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Topic: Help with Serial Monitor Read-Outs (Read 932 times) previous topic - next topic

gmbroh

I am working on a project to read ac voltages using the Arduino Uno R3.

I would like to increase the number of read-outs on the serial monitor as at the moment I get about five values in each cycle.

I have tried increasing the communication speed but that prints out gibberish
I have also tried changing the delay which doesnt affect the number of reading serial monitor prints out.

Below is my current code.

    const float analogInPin = A0; 
    //const float analogOutPin = A5;
    float sensorValue = 0;       
    float voltage = 0;       
    float sensor = 0;

    void setup()

{
   Serial.begin(9600); // initialize serial communications at 9600 bps
}

   void loop()

{
   sensor = analogRead(0);
   voltage = (sensor*5)/1024;// the sensor value divided by the voltage/sensor ratio
   //outputValue = map(voltage, 0, 1023);
  //analogWrite(analogOutPin, voltage);
   Serial.print("AC Voltage = " );                       
   Serial.println(voltage);   

   delay(3.125*0.000001);                   
}

UKHeliBob

The output to the serial monitor is relatively slow.  You can increase the speed of the serial link by changing the value in the Serial.begin function (up to 115200) but you must also change the speed to match in the serial monitor window itself - bottom right of the screen.  You could also speed up the repeat rate of printing by sending less characters each time.

Whether this will help you display more values I don't know.
Please do not send me PMs asking for help.  Post in the forum then everyone will benefit from seeing the questions and answers.

PeterH

The delay calls are pointless - get rid of them. (delay() takes an integer value, not a float; when the float value is cast to an int it will be rounded to zero.)

What do you mean by 'cycle'? I don't suppose you mean a 50Hz AC cycle, since that would have resulted in far more output than you could fit down a 9600bps stream.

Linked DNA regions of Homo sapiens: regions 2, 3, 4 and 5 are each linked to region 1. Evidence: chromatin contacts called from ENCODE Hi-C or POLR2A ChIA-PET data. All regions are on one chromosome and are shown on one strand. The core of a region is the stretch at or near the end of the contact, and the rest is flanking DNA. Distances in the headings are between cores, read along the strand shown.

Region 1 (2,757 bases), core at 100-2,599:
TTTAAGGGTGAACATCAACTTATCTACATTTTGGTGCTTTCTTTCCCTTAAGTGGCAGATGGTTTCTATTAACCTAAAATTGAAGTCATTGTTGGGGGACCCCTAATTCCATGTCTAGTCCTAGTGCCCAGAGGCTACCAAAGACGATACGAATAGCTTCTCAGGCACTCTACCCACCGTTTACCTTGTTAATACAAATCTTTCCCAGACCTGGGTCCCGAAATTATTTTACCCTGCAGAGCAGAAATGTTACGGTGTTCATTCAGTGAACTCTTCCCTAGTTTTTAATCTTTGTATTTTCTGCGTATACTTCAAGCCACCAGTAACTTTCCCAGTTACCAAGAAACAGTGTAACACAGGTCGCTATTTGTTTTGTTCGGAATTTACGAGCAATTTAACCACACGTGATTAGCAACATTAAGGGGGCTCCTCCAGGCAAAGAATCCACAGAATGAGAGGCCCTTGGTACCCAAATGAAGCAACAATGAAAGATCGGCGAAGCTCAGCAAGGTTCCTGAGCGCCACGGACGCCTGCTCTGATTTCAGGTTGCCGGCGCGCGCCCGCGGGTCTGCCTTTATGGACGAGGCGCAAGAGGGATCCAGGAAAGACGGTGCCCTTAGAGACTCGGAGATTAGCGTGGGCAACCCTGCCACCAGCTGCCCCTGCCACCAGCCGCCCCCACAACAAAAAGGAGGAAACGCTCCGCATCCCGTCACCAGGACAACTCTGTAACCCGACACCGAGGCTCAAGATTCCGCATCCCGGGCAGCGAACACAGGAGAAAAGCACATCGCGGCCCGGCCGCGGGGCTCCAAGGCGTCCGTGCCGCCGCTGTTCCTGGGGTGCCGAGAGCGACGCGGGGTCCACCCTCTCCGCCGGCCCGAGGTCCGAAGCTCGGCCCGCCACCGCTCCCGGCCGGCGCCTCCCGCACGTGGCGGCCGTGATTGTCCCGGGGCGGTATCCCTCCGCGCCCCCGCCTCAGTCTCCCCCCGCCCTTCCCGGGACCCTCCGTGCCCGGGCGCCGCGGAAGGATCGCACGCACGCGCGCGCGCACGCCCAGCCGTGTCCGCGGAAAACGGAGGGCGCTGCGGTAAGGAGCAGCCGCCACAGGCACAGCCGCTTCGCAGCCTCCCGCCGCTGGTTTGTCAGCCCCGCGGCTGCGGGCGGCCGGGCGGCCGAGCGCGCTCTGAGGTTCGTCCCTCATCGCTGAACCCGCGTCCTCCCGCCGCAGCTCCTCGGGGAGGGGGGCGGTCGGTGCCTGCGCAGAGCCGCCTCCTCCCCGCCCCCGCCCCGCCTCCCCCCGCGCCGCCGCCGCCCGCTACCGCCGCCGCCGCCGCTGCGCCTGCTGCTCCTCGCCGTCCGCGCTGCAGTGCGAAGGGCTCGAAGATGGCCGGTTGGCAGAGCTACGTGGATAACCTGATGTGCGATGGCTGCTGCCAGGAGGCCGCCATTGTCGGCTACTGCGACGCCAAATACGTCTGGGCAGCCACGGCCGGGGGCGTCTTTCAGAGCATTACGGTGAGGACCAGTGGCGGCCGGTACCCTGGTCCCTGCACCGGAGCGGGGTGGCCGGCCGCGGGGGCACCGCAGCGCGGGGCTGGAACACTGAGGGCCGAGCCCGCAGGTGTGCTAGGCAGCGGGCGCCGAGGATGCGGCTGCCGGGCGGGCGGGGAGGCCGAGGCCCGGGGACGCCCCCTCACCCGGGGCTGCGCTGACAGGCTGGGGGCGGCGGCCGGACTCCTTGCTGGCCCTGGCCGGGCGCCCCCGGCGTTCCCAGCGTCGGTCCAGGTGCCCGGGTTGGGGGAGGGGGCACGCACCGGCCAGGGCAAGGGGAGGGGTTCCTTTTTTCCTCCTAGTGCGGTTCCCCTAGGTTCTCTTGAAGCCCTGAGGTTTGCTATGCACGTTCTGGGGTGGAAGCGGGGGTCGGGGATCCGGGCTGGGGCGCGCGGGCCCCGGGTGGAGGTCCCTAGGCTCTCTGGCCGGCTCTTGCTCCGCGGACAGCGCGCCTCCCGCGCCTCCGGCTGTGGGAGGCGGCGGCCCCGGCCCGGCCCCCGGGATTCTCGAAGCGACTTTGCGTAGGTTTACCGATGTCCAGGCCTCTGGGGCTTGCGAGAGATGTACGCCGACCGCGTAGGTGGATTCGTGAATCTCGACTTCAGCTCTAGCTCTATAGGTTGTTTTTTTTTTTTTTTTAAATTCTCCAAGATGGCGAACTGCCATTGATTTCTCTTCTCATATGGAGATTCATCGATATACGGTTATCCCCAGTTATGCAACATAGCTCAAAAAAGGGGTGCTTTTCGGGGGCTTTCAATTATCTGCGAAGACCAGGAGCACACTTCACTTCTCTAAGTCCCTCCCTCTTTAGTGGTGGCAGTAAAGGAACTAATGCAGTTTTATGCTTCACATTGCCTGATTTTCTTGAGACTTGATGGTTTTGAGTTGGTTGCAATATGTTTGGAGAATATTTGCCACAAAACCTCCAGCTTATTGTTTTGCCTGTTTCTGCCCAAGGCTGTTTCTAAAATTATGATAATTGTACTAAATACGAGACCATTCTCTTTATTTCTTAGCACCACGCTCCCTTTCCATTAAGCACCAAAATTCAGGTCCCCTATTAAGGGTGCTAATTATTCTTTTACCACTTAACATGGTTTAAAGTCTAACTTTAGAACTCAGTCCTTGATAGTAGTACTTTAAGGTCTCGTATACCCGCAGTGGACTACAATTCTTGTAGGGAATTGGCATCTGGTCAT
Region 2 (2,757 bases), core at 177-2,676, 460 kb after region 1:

I only provide help via the forum - please do not contact me for private consultancy.

gmbroh

Thank you on the note on about the delay. When I say cycle I mean in a period the serial monitor reads out five values. I would like to see far more than 5.

PaulS

Quote
When I say cycle I mean in a period the serial monitor reads out five values. I would like to see far more than 5.

In what period? A week? I'm sure the Arduino is capable of more than 5 readings a week.

If the period is 5 microseconds, you may well be SOL.

Code: [Select]
   voltage = (sensor*5)/1024;// the sensor value divided by the voltage/sensor ratio
Isn't integer math wonderful? It is, but it probably is not what you want. Using 5.0 and 1024.0 will produce results that are closer to what you expect, I'd guess.

Quote
I have tried increasing the communication speed but that prints out gibberish

Did you change the speed in the receiver, too?

PeterH


When I say cycle I mean in a period the serial monitor reads out five values. I would like to see far more than 5.


That's no help at all. Let me ask it another way: How long is the 'cycle' or 'period' in milliseconds?
I only provide help via the forum - please do not contact me for private consultancy.

AWOL

Or, put it another way, at 9600 baud, it takes 1.04ms to transmit a character.